According to a report from the Wall Street Journal, the social network is in talks with LA-based studios and agencies around the creation of original, scripted shows.
Perhaps mindful of ongoing criticism around the platform's role in the spread of fake news and its stance on moderation, Facebook will apparently seek to nip any controversy in the bud by avoiding difficult subjects like news and politics, as well as banning nudity and foul language.
Instead the TV-grade shows, which are reported to be budgeted at up to $3m per episode, will focus on non-contentious dramas, reality programming and game shows. Facebook is thought to have already scheduled meetings with talent agencies to hit the ground running in a race to own as much video content as possible.
While the company has declined to comment on the specifics of the report, Facebook’s vice-president of media partnerships, Nick Grudin, told the WSJ: "We're supporting a small group of partners and creators as they experiment with the kinds of shows you can build a community around – from sports to comedy to reality to gaming. We're focused on episodic shows and helping all our partners understand what works across different verticals and topics."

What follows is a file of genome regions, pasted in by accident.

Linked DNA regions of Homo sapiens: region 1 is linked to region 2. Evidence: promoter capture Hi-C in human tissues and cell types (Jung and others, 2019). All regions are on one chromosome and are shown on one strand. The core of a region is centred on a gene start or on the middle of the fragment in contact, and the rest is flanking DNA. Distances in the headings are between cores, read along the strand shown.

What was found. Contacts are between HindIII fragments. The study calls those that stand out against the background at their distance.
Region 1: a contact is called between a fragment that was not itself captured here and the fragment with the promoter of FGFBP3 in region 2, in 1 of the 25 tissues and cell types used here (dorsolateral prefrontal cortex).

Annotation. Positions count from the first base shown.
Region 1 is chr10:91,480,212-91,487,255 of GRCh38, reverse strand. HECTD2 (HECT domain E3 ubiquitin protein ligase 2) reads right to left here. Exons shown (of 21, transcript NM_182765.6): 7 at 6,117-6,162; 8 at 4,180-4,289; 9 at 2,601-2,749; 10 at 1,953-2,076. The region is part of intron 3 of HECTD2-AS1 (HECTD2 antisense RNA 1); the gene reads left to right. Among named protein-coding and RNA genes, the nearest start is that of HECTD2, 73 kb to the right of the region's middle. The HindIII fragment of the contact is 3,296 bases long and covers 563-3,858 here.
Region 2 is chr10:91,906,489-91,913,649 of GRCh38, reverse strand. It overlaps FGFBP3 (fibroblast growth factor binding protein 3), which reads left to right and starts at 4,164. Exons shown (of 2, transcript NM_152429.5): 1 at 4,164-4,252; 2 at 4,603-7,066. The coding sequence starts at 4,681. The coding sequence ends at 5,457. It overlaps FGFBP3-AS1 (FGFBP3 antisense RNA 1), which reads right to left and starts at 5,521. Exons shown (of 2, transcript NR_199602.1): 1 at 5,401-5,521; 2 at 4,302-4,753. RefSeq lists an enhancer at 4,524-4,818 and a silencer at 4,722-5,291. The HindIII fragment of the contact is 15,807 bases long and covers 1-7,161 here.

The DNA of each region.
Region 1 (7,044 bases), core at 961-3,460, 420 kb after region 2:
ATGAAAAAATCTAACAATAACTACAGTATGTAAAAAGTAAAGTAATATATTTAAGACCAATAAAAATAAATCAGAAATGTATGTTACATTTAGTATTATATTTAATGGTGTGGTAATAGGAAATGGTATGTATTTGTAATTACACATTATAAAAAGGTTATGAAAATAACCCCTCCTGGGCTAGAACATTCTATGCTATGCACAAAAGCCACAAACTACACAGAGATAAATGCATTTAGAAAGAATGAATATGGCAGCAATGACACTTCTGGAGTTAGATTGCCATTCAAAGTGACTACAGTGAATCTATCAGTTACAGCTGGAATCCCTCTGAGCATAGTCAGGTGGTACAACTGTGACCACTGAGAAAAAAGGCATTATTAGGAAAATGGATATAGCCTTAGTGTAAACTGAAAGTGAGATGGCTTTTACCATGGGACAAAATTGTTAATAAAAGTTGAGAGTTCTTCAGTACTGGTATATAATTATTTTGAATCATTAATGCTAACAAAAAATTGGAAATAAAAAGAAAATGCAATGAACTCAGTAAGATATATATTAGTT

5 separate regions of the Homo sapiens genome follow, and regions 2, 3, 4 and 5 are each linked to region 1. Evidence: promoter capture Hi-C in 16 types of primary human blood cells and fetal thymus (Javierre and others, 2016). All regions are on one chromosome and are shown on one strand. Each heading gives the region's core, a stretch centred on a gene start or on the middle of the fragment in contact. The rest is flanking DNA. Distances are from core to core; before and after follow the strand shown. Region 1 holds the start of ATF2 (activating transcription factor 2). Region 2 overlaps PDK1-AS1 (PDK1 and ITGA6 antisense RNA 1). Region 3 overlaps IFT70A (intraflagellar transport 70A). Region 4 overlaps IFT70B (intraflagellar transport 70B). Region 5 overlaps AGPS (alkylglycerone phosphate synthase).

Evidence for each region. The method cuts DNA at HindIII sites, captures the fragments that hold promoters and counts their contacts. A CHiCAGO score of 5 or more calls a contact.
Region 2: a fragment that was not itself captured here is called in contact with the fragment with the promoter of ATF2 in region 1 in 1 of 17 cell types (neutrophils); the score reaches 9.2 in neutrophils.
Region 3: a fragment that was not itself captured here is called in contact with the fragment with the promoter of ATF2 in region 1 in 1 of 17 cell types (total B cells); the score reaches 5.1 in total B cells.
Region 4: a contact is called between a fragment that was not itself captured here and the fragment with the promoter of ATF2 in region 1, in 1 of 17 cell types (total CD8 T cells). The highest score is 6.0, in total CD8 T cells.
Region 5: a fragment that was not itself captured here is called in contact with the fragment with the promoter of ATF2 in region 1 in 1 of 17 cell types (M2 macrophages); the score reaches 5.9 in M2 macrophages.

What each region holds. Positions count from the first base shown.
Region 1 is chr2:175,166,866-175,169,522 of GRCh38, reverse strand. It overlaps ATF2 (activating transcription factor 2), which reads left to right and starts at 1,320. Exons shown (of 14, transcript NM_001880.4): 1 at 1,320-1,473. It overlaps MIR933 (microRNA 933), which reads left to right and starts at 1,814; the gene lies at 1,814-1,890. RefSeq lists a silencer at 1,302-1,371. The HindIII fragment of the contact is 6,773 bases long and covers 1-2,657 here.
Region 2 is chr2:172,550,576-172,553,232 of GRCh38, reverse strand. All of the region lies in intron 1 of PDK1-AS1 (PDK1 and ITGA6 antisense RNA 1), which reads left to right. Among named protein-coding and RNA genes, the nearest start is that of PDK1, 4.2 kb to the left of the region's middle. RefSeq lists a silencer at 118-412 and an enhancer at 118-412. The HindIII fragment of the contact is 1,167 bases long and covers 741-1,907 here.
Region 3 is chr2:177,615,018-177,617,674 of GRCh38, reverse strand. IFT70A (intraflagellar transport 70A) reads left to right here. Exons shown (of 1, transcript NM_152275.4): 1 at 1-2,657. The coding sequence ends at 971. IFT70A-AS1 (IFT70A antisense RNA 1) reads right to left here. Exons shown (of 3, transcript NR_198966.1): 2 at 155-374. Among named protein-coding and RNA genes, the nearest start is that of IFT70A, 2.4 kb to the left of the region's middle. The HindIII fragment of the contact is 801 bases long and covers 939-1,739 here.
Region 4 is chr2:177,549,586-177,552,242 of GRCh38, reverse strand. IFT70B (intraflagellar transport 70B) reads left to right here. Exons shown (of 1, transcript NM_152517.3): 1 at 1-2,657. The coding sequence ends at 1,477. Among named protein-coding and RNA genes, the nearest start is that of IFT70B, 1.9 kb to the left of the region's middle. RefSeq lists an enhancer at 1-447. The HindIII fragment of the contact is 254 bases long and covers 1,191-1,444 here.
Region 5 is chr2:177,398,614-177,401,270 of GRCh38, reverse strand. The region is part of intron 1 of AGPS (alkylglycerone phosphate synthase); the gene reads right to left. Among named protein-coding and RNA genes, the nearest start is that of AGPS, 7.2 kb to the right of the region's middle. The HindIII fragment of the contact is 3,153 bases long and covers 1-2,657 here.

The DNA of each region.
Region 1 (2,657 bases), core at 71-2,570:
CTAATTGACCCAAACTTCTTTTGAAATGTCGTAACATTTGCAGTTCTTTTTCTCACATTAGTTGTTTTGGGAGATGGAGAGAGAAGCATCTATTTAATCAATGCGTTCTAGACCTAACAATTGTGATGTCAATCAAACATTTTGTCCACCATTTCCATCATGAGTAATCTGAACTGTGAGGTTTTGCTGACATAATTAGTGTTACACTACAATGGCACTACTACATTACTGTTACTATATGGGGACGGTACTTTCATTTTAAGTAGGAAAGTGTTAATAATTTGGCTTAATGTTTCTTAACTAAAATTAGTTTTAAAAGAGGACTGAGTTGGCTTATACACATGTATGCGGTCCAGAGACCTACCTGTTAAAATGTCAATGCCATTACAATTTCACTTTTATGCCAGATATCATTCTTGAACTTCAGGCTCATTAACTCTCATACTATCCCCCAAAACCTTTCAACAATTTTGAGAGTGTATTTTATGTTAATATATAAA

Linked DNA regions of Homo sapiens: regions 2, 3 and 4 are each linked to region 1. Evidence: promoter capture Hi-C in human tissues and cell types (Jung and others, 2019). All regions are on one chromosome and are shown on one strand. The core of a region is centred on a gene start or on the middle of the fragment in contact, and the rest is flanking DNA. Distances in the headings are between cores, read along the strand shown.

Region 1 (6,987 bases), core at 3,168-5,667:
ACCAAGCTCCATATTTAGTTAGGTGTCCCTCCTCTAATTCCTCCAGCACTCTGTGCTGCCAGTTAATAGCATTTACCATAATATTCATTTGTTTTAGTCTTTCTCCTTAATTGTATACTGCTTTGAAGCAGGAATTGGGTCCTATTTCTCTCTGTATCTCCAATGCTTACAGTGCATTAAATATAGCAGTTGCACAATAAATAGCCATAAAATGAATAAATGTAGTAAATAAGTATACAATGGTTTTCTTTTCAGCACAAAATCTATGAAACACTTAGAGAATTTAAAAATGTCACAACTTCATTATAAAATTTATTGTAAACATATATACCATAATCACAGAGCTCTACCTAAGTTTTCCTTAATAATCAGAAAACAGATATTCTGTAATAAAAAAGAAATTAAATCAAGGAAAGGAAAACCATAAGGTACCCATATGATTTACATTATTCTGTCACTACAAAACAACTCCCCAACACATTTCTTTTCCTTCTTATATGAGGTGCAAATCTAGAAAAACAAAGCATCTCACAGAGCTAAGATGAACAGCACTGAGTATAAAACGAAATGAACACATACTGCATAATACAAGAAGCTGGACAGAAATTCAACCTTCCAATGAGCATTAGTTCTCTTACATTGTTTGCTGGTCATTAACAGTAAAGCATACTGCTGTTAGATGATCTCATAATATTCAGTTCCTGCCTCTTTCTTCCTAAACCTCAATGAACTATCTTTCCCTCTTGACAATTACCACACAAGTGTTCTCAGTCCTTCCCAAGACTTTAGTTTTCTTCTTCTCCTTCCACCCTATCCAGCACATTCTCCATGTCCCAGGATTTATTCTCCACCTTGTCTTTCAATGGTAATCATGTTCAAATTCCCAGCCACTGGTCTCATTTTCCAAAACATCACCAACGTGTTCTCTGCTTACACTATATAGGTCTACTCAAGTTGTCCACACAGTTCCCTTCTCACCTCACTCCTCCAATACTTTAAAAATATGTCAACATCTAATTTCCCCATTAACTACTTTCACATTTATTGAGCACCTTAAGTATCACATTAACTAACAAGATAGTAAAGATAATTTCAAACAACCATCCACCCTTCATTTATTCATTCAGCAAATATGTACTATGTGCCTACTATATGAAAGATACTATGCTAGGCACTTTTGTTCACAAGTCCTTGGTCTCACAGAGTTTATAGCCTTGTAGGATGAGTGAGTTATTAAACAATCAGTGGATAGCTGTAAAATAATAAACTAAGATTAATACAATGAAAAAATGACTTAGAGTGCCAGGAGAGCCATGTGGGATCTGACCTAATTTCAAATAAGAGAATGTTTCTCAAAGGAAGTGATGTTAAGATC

It is expected that the first content to see the light of day will be a millennial relationship drama called Strangers and the game show Last State Standing.
Should Facebook enter the highly congested market, it will need to face off against the likes of Netflix, Amazon and Hulu, all of which have amassed significant content libraries with which to lure subscribers.
Facebook's content ambitions were thrown into further focus over the weekend when it unveiled a video creation app for influencers as it seeks to muscle in on YouTube's turf.
Rumours have been circulating about Facebook's interest in producing TV-style shows since the social network hired CollegeHumour founder Ricky Van Veen as head of global creative strategy last June.